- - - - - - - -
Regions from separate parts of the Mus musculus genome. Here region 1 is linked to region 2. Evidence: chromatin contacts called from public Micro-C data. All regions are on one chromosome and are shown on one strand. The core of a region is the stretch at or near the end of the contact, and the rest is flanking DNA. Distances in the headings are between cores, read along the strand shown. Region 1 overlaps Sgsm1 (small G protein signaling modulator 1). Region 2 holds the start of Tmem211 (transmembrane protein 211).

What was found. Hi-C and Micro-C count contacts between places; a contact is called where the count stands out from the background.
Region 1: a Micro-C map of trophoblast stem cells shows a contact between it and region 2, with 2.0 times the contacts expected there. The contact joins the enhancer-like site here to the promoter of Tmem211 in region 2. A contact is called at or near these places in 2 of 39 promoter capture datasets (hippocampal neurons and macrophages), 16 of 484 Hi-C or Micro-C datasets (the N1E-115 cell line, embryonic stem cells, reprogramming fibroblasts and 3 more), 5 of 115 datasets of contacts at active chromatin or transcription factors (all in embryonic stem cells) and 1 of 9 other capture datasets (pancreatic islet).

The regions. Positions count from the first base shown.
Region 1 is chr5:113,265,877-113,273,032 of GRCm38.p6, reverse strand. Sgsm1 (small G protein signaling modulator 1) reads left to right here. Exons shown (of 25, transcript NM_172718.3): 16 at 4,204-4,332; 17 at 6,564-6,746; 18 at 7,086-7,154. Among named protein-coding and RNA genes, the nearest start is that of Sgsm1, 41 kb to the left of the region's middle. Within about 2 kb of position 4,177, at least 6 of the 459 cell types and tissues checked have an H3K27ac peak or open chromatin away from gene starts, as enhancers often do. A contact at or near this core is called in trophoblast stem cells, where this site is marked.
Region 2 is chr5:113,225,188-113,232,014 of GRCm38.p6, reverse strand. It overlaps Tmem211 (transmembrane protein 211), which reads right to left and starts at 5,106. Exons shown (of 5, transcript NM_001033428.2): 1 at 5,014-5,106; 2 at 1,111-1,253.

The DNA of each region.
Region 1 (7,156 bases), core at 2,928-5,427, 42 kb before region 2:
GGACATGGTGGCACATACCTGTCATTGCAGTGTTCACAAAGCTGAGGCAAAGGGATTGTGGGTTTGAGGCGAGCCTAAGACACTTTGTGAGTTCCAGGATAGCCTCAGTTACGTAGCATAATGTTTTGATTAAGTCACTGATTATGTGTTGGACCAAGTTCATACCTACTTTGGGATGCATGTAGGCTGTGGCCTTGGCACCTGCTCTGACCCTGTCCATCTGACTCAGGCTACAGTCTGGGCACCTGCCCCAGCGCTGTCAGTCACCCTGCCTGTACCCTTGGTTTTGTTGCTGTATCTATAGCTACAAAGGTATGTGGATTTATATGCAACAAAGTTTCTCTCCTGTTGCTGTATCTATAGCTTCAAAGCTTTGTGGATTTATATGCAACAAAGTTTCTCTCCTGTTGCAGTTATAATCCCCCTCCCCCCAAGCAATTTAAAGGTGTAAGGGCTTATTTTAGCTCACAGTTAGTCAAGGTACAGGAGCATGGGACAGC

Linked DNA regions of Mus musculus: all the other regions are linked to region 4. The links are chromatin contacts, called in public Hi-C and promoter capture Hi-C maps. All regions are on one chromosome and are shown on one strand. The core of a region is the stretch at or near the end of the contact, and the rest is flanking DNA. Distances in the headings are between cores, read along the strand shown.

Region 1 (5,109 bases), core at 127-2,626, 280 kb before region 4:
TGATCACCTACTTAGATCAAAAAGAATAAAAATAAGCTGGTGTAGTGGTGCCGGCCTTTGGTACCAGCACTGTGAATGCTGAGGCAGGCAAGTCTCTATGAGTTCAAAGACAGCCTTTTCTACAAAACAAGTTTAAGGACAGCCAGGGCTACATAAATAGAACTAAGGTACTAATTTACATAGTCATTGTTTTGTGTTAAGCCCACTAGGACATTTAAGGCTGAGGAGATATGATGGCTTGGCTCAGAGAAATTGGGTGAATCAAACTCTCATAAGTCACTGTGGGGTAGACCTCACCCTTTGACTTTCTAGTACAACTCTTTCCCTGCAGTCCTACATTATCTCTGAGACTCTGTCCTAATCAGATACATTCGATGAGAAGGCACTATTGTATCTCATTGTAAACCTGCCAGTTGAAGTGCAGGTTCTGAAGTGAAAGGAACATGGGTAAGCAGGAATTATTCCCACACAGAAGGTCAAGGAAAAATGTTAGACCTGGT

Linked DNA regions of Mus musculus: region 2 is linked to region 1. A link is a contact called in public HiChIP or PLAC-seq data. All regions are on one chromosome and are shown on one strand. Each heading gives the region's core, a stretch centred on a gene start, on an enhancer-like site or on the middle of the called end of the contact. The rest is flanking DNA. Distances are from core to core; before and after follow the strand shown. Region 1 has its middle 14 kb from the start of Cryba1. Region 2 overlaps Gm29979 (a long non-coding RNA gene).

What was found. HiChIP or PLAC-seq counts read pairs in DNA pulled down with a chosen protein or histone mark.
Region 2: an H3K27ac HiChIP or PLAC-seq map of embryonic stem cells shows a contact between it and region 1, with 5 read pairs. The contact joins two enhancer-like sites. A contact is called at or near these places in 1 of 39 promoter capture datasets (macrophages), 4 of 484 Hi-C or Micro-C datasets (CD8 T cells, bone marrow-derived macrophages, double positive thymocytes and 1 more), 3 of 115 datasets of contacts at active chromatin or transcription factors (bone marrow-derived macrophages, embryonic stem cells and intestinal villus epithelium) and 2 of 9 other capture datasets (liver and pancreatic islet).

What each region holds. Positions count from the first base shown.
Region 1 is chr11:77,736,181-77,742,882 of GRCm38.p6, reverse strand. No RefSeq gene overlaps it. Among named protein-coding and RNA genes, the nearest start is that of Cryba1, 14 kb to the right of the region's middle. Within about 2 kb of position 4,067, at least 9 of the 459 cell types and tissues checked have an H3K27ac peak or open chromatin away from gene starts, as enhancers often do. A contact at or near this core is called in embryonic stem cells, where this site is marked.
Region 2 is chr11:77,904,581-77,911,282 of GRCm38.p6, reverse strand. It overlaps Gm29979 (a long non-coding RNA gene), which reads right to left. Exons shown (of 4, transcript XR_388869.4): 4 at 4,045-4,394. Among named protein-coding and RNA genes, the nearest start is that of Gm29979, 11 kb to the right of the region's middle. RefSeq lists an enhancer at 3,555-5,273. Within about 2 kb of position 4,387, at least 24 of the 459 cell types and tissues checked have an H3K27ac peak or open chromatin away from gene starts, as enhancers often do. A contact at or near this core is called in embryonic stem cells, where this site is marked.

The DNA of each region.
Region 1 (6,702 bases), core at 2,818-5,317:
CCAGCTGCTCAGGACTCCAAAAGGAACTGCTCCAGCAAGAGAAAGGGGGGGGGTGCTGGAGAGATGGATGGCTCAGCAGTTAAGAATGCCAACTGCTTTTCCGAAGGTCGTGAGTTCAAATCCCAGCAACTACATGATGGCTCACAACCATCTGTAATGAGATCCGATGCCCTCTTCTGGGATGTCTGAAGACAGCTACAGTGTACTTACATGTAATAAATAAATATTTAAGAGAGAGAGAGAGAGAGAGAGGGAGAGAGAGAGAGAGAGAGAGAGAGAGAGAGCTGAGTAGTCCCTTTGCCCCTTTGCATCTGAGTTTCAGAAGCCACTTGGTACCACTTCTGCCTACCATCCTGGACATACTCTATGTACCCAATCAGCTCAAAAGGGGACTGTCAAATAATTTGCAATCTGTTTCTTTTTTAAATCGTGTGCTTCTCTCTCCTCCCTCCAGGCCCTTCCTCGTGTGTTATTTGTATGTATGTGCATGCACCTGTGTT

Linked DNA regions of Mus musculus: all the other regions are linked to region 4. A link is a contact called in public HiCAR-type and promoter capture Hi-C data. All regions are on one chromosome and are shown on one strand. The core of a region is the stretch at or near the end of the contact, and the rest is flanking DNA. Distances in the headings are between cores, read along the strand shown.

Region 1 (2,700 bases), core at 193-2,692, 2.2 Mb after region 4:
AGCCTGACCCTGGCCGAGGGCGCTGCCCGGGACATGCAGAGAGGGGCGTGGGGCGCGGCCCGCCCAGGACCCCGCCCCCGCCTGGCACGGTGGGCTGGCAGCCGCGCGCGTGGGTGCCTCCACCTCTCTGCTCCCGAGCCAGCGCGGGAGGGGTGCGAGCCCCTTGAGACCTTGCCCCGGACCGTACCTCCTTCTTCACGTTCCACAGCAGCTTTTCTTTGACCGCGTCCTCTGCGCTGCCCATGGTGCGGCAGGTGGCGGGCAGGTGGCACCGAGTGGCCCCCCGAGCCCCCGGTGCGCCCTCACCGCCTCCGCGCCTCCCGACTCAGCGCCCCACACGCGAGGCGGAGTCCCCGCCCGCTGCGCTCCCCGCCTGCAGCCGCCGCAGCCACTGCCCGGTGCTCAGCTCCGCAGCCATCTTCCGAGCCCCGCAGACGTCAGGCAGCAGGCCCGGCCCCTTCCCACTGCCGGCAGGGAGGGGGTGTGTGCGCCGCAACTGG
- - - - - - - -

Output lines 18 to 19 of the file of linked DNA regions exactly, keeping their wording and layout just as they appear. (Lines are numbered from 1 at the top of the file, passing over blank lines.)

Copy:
Region 2 is chr11:77,904,581-77,911,282 of GRCm38.p6, reverse strand. It overlaps Gm29979 (a long non-coding RNA gene), which reads right to left. Exons shown (of 4, transcript XR_388869.4): 4 at 4,045-4,394. Among named protein-coding and RNA genes, the nearest start is that of Gm29979, 11 kb to the right of the region's middle. RefSeq lists an enhancer at 3,555-5,273. Within about 2 kb of position 4,387, at least 24 of the 459 cell types and tissues checked have an H3K27ac peak or open chromatin away from gene starts, as enhancers often do. A contact at or near this core is called in embryonic stem cells, where this site is marked.

The DNA of each region.